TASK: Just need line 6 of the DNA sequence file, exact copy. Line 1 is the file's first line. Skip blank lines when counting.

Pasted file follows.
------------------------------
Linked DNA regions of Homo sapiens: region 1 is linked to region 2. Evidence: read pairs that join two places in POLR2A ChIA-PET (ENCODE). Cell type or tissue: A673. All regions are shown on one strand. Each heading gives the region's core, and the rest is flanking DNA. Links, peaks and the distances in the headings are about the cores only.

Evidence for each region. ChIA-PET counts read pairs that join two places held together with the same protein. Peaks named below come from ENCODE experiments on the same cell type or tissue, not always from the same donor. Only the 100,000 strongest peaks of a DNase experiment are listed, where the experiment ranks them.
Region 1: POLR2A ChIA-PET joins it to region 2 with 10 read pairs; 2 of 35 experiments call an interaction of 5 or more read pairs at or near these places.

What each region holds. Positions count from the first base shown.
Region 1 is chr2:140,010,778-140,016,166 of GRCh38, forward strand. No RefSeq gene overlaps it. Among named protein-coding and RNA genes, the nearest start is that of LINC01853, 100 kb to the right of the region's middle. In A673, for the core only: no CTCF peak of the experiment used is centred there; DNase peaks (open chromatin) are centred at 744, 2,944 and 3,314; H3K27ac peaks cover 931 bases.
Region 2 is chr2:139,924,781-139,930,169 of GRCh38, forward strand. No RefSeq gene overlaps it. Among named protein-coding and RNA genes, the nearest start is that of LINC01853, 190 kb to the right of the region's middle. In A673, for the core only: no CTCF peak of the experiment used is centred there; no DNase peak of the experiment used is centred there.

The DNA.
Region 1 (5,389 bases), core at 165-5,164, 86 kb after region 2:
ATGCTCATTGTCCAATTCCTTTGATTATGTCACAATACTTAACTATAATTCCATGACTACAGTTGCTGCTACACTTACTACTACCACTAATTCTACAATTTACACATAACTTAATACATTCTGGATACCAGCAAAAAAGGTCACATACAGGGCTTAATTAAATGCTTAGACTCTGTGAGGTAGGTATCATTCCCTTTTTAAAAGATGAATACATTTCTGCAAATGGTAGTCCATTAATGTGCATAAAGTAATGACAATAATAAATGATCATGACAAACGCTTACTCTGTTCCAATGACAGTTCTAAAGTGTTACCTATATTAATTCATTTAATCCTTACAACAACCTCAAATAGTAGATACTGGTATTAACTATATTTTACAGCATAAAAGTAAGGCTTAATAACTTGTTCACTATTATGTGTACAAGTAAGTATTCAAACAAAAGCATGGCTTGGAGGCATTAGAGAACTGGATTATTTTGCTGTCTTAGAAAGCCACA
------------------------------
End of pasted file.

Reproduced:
Region 2 is chr2:139,924,781-139,930,169 of GRCh38, forward strand. No RefSeq gene overlaps it. Among named protein-coding and RNA genes, the nearest start is that of LINC01853, 190 kb to the right of the region's middle. In A673, for the core only: no CTCF peak of the experiment used is centred there; no DNase peak of the experiment used is centred there.